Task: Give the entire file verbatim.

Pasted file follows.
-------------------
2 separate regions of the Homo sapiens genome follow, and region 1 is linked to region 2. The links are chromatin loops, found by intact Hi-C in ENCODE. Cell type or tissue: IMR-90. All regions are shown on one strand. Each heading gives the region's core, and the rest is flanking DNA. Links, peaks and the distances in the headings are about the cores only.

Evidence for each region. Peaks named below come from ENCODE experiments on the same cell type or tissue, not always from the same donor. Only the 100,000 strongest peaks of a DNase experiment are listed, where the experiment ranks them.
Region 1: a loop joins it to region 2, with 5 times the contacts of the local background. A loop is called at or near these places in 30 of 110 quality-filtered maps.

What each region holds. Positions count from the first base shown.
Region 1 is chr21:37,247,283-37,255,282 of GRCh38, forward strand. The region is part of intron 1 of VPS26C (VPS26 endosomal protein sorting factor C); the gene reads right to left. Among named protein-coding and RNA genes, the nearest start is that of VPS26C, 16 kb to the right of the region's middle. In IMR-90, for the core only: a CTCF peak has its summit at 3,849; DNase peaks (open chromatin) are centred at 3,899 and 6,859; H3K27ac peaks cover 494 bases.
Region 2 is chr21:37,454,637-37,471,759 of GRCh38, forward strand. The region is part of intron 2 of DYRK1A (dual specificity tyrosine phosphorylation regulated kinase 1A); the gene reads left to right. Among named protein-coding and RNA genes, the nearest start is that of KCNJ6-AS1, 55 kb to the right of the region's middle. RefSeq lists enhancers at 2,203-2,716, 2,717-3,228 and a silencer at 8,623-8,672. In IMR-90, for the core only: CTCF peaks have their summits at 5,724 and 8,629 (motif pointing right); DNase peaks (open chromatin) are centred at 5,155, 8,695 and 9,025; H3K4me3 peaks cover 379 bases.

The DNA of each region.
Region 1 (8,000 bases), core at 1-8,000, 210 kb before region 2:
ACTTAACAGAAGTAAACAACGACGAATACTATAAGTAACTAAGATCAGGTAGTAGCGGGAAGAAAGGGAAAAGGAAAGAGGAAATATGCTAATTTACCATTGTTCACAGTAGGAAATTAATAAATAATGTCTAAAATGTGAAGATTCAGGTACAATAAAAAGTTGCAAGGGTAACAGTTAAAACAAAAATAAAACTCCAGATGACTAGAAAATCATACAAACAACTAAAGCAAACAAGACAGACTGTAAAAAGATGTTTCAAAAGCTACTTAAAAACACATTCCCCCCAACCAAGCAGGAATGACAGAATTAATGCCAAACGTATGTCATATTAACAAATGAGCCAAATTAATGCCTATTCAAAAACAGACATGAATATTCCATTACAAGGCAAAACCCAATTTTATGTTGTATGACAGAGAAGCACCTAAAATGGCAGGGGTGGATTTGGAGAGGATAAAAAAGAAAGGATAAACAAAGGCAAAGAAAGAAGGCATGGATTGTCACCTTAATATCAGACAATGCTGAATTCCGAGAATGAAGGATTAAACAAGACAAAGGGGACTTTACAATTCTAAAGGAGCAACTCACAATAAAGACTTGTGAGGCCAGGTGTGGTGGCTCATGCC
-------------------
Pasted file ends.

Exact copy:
2 separate regions of the Homo sapiens genome follow, and region 1 is linked to region 2. The links are chromatin loops, found by intact Hi-C in ENCODE. Cell type or tissue: IMR-90. All regions are shown on one strand. Each heading gives the region's core, and the rest is flanking DNA. Links, peaks and the distances in the headings are about the cores only.

Evidence for each region. Peaks named below come from ENCODE experiments on the same cell type or tissue, not always from the same donor. Only the 100,000 strongest peaks of a DNase experiment are listed, where the experiment ranks them.
Region 1: a loop joins it to region 2, with 5 times the contacts of the local background. A loop is called at or near these places in 30 of 110 quality-filtered maps.

What each region holds. Positions count from the first base shown.
Region 1 is chr21:37,247,283-37,255,282 of GRCh38, forward strand. The region is part of intron 1 of VPS26C (VPS26 endosomal protein sorting factor C); the gene reads right to left. Among named protein-coding and RNA genes, the nearest start is that of VPS26C, 16 kb to the right of the region's middle. In IMR-90, for the core only: a CTCF peak has its summit at 3,849; DNase peaks (open chromatin) are centred at 3,899 and 6,859; H3K27ac peaks cover 494 bases.
Region 2 is chr21:37,454,637-37,471,759 of GRCh38, forward strand. The region is part of intron 2 of DYRK1A (dual specificity tyrosine phosphorylation regulated kinase 1A); the gene reads left to right. Among named protein-coding and RNA genes, the nearest start is that of KCNJ6-AS1, 55 kb to the right of the region's middle. RefSeq lists enhancers at 2,203-2,716, 2,717-3,228 and a silencer at 8,623-8,672. In IMR-90, for the core only: CTCF peaks have their summits at 5,724 and 8,629 (motif pointing right); DNase peaks (open chromatin) are centred at 5,155, 8,695 and 9,025; H3K4me3 peaks cover 379 bases.

The DNA of each region.
Region 1 (8,000 bases), core at 1-8,000, 210 kb before region 2:
ACTTAACAGAAGTAAACAACGACGAATACTATAAGTAACTAAGATCAGGTAGTAGCGGGAAGAAAGGGAAAAGGAAAGAGGAAATATGCTAATTTACCATTGTTCACAGTAGGAAATTAATAAATAATGTCTAAAATGTGAAGATTCAGGTACAATAAAAAGTTGCAAGGGTAACAGTTAAAACAAAAATAAAACTCCAGATGACTAGAAAATCATACAAACAACTAAAGCAAACAAGACAGACTGTAAAAAGATGTTTCAAAAGCTACTTAAAAACACATTCCCCCCAACCAAGCAGGAATGACAGAATTAATGCCAAACGTATGTCATATTAACAAATGAGCCAAATTAATGCCTATTCAAAAACAGACATGAATATTCCATTACAAGGCAAAACCCAATTTTATGTTGTATGACAGAGAAGCACCTAAAATGGCAGGGGTGGATTTGGAGAGGATAAAAAAGAAAGGATAAACAAAGGCAAAGAAAGAAGGCATGGATTGTCACCTTAATATCAGACAATGCTGAATTCCGAGAATGAAGGATTAAACAAGACAAAGGGGACTTTACAATTCTAAAGGAGCAACTCACAATAAAGACTTGTGAGGCCAGGTGTGGTGGCTCATGCC